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Annu Rev Biomed Eng. 2017 Jun 21;19:163-194. doi: 10.1146/annurev-bioeng-071516-044546. Epub 2017 Mar 8.

Glutaminolysis: A Hallmark of Cancer Metabolism.

Yang L1,2, Venneti S3, Nagrath D1,2,4,5,6,7.

Author information

1
Laboratory for Systems Biology of Human Diseases, Rice University, Houston, Texas 77005.
2
Department of Chemical and Biomolecular Engineering, Rice University, Houston, Texas 77005.
3
Department of Pathology, University of Michigan, Ann Arbor, Michigan 48109; email: svenneti@med.umich.edu.
4
Department of Bioengineering, Rice University, Houston, Texas 77005.
5
Department of Biomedical Engineering, University of Michigan, Ann Arbor, Michigan 48109; email: dnagrath@umich.edu.
6
Biointerfaces Institute, University of Michigan, Ann Arbor, Michigan 48109.
7
Comprehensive Cancer Center, University of Michigan Health Systems, Ann Arbor, Michigan 48109.

Abstract

Glutamine is the most abundant circulating amino acid in blood and muscle and is critical for many fundamental cell functions in cancer cells, including synthesis of metabolites that maintain mitochondrial metabolism; generation of antioxidants to remove reactive oxygen species; synthesis of nonessential amino acids (NEAAs), purines, pyrimidines, and fatty acids for cellular replication; and activation of cell signaling. In light of the pleiotropic role of glutamine in cancer cells, a comprehensive understanding of glutamine metabolism is essential for the development of metabolic therapeutic strategies for targeting cancer cells. In this article, we review oncogene-, tumor suppressor-, and tumor microenvironment-mediated regulation of glutamine metabolism in cancer cells. We describe the mechanism of glutamine's regulation of tumor proliferation, metastasis, and global methylation. Furthermore, we highlight the therapeutic potential of glutamine metabolism and emphasize that clinical application of in vivo assessment of glutamine metabolism is critical for identifying new ways to treat patients through glutamine-based metabolic therapy.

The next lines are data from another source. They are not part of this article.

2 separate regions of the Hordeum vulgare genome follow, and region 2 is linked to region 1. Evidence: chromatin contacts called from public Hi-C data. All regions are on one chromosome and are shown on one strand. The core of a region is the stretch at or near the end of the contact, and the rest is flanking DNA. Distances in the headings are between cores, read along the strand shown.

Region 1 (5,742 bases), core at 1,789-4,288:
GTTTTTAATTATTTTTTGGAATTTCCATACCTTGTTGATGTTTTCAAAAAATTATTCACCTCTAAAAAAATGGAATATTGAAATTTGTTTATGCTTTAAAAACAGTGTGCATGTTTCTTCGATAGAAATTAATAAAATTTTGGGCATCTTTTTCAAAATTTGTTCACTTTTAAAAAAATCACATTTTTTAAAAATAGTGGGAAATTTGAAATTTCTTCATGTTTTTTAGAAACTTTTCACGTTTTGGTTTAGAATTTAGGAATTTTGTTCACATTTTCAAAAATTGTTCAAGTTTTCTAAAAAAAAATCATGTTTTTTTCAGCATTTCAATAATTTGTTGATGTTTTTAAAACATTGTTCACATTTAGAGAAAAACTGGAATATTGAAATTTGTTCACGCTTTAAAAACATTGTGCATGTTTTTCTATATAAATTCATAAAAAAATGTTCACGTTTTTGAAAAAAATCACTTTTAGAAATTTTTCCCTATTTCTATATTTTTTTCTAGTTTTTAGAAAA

KEYWORDS:

PET imaging; biosynthesis; cancer; global methylation; glutaminolysis; metabolic imaging; metastasis; proliferation; tumor microenvironment

[Indexed for MEDLINE]

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